He moves forward without thought, without feeling and without love. However in Edison’s Frankenstein, what we do learn, is a bit more about the Good Doctor. We learn, that much like his creation, he is a tortured and confused man. He is  man who lashed out against all that he see’s. He contradicts modern science, he embarrasses his senior colleagues. He points his younger and uneducated finger of those who work in the realm of good ethics and common sense. Like his monster… Dr. Frankenstein is an abomination wrapped in the evil of sin against God himself. 

Edison’s Frankenstein shows us that this particular man torn between his ego and his personal life. A man willing to sacrifice everything from the people that he purports to love to his own sanity to create something he can only regret in the final analysis of what he did.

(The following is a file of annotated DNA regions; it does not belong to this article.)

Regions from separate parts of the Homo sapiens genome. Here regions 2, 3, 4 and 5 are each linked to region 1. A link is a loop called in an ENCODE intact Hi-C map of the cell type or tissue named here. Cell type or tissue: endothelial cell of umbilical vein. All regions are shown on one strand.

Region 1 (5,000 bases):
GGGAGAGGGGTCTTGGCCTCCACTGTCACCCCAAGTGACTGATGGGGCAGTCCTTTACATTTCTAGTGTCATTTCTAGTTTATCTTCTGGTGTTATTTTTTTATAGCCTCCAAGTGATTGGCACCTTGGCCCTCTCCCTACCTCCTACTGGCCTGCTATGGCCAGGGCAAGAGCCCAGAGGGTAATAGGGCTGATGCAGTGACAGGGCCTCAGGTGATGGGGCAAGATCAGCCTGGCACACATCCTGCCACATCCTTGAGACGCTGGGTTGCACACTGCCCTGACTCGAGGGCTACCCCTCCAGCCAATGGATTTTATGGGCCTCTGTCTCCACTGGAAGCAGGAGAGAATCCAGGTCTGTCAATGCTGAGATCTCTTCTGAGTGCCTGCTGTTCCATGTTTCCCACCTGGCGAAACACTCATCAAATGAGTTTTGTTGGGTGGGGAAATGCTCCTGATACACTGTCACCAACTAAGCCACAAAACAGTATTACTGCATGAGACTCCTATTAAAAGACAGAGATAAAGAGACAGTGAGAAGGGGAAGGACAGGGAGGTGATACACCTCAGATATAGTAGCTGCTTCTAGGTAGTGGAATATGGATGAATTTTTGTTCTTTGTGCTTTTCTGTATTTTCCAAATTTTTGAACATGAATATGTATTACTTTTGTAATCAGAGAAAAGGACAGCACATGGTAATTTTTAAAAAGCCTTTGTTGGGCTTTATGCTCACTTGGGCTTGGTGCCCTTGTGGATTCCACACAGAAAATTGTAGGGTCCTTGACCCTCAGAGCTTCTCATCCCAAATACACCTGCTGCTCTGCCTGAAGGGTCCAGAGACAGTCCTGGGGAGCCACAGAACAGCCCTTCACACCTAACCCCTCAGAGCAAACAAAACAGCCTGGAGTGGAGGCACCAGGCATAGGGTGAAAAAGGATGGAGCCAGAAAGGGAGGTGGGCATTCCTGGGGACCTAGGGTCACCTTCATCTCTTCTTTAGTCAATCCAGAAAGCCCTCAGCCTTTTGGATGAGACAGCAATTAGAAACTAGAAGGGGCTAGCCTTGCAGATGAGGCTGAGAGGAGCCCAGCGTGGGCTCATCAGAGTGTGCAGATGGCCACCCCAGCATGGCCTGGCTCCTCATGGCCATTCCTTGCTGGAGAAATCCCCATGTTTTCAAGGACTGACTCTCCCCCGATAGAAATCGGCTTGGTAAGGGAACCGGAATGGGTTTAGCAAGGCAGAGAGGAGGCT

The monsters is created in a steel box, a cold and unforgiving makeshift womb, a place of darkness which could only breed something unspeakable. Frankenstein is immediately sickened and filled with revulsion for his own creation. And as he watches his project emerge as a lump of flesh, growing, shaking and unstable. Victor Frankenstein see’s that his own imperfect creation is filled with hate… Hate for what Frankenstein has done to him. The doctor tries to reject his monster child.. But now he is stalked by this monster at every turn. The thing threatens to destroy his family, makes unreasonable demands and uses guilt and violence as a weapon of intimidation.


Frankenstein’s alter ego (1910 version public domain)